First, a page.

Recombinant DNA-carrier proteins with improved intracellular trafficking capabilities for nonviral gene delivery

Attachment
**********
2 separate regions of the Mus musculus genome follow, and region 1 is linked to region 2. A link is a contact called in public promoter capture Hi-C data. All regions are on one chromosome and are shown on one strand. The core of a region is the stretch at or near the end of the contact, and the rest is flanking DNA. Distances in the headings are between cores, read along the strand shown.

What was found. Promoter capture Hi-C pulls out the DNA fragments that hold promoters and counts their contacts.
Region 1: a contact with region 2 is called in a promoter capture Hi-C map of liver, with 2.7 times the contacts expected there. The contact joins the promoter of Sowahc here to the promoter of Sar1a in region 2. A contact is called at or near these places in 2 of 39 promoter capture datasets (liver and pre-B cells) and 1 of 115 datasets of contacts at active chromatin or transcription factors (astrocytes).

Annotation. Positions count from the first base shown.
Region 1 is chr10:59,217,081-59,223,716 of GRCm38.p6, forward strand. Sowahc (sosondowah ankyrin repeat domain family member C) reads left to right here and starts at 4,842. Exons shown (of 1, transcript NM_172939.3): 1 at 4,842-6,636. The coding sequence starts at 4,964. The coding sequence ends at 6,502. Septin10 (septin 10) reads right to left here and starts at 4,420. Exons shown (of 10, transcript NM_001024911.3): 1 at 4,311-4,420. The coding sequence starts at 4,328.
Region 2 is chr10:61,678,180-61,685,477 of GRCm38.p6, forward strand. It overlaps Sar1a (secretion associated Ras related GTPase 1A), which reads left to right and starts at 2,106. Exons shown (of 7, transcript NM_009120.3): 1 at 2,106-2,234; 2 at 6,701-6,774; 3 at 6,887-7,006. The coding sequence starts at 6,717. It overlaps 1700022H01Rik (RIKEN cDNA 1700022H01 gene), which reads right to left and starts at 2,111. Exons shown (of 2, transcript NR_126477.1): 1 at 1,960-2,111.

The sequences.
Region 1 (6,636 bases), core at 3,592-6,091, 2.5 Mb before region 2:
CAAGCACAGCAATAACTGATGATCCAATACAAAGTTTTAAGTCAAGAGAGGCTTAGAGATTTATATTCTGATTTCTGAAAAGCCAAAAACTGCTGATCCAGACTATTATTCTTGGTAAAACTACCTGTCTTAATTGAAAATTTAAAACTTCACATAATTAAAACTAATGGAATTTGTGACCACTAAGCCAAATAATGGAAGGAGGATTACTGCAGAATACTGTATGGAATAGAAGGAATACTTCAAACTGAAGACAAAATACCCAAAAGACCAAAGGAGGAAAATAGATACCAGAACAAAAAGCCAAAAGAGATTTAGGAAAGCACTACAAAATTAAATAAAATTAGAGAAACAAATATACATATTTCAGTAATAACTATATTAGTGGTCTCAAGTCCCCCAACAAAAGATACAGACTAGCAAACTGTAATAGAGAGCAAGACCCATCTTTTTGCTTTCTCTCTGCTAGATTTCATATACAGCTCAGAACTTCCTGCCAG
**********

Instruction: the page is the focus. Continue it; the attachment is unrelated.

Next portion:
- Safety concerns associated with the use of viral vectors in gene therapy applications have attracted considerable attention towards the development of nonviral vectors as alternatives for DNA delivery. While nonviral vectors are commonly not associated with safety problems, they are still very inefficient compared to viral vectors, and require significant improvements to approach the efficiency of their viral counterparts. Meanwhile ligands or single-chain antibody fragments that bind to cell surface receptors for increased and/or specific cellular uptake, endosome escape activities, and nuclear localization sequences (NLSs) to enhance transport of plasmid DNA into the nucleus, have become available that can be incorporated into nonviral vectors to improve their efficacy. However, as gene delivery is a multistep process, the challenge is to incorporate multiple of these functional elements into a single nonviral vector system, while retaining their specific activities. A promising method to attach such entities to plasmid DNA is the use of multifunctional fusion proteins that bind to DNA through a DNA-binding domain. In principle, two types of DNA-binding domains/proteins can be used to anchor additional functional domains or peptides to a plasmid, namely sequence-specific DNA-binding domains, described in the first part of this thesis, or those that bind DNA independent of its sequence, exemplified in the second part of this work by a derivative of the human HMGB2 protein. The first fusion protein constructed and analyzed contained the E. coli LexA repressor as a sequence-specific DNA-binding domain. In addition, this DNA-carrier protein, termed TEL, included a bacterial translocation domain as an integrated endosome escape activity, and human TGF-a for specific targeting to the EGF-receptor (EGFR). TEL was expressed in E. coli and purified under both native and denaturing conditions. Purified, denatured TEL was refolded and subsequently shown to bind specifically to EGFR-expressing cells. However, inclusion of TEL in complexes of plasmid DNA and poly-L-lysine (pL) did not lead to increased gene delivery into EGFR-expressing COS-1 cells. Most likely this was due to the absence of DNA-binding activity of the LexA moiety in TEL. In contrast, native TEL was able to interact specifically with DNA. Nevertheless, since this interaction was rather weak, and refolding of denatured TEL had not resulted in functional activity of all of its protein domains, it seemed unlikely that fusion proteins containing LexA would exhibit gene transfer capabilities superior to those of similar DNA-carrier proteins previously constructed in our group. Further work therefore focused on the use of the E2C-Sp1C protein as an alternative sequencespecific DNA-binding domain. This artificial zinc-finger protein was fused to the single-chain antibody fragment scFv(FRP5), directed against the human ErbB2 growth factor receptor. The resulting 5-E2C fusion protein was expressed in E. coli and purified under native and denaturing conditions. Refolded and native 5-E2C were found to bind specifically to ErbB2-expressing cells, indicating that scFv(FRP5) in 5-E2C was functional in both preparations. In contrast, whereas refolded 5-E2C bound DNA only weakly, significant DNA binding was observed for native 5-E2C. In addition, it could not only be shown that the interaction of native 5-E2C with DNA containing its recognition sequence was specific, but also that this protein was able to bind DNA and recombinant ErbB2 simultaneously, demonstrating the functionality of both domains in native 5-E2C. Despite these encouraging results, the inclusion of native 5-E2C in pL- or polyethyleneimine (PEI)-DNA complexes did not lead to an (5-E2C-specific) enhancement of gene transfer efficiency, irrespective of the presence of the endosome-disruptive reagent chloroquine during transfection. In the second part of this thesis an alternative approach for the development of DNA-carrier proteins for nonviral gene delivery is described, based on human HMGB2, a DNA-binding protein without sequence specificity. HMGB2 contains an acidic C-terminus that has been found to decrease the affinity of the protein for DNA. Therefore, this C-terminal tail was deleted, resulting in an HMGB2-variant consisting of amino acids 1-186. HMGB2186, purified under native conditions from E. coli lysates, was able to interact with DNA and bound to the surface of different cell lines. Importantly, after binding to plasmid DNA HMGB2186 mediated gene delivery into COS-7 cells with higher efficiency than pL. In addition, HMGB2186-mediated gene transfer was strongly enhanced in the presence of chloroquine, indicating that the endocytic pathway was involved in cellular uptake. To improve internalization and intracellular routing of HMGB2186 as a DNA-carrier, a derivative containing the TAT47-57 cell-penetrating peptide (CPP), reported to facilitate cell entry independent of endocytosis, was constructed. Since this peptide also contains an NLS, in addition an HGMB2186-variant containing the SV40-NLS was constructed to investigate the effect of a peptide that has only nuclear localizing properties. Interestingly, the resulting TAT-HMGB2186 and SV40-HMGB2186 fusion proteins displayed DNA-binding activities similar to HMGB2186, but mediated gene delivery into different cell lines clearly more efficiently than the parental molecule. Furthermore, the efficacy of both fusion proteins was enhanced markedly in the presence of chloroquine, an indication that endocytosis was involved in the transfection process mediated by these proteins. This suggests that the increased transfection efficiency observed for TAT-HMGB2186 was more likely due to the NLS function present in the TAT47-57 peptide, rather than to its ‘cell penetrating properties’. Finally, the incorporation of functional peptides derived from human proteins into HMGB2186 was investigated. An uncharged CPP originating from Kaposi-FGF, reported to facilitate efficient cellular uptake of fused protein domains in an endocytosis-independent manner, was fused to HMGB2186 together with the SV40-NLS. Interestingly, the resulting KSV40-HMGB2186 fusion protein bound DNA similarly as previously tested DNA-carrier proteins, but did not mediate enhanced transfection compared to HMGB2186. In addition, the importin-b-binding (IBB) domain derived from human importin-a2 was investigated as a component of a DNA-carrier protein. Since the IBB domain can function as an NLS, it was fused to HMGB2186 resulting in the DNA-carrier protein IBBHMGB2186. Although IBB-HMGB2186 bound DNA in a similar manner as the other HMGB2186-derivatives, gene delivery mediated by IBB-HMGB2186 was only as effective as HMGB2186 mediated transfection, suggesting no significant role of the IBB domain. However, addition of chloroquine resulted in a remarkable enhancement of IBB-HMGB2186-mediated gene transfer, which was now more efficient than with any other HMGB2186-variant tested, and not much lower than gene transfer mediated by PEI, one of the most efficient transfection reagents available to date. To enhance nonviral gene delivery even further, the HMGB2186-based DNA-carrier proteins described in this thesis might now serve as building blocks for novel fusion proteins that include additional complementing activities. In this respect it seems particularly promising that, under conditions of effective end some escape, IBB-HMGB2186, which consists entirely of protein domains of human origin, was the most efficient of all proteins tested in this work.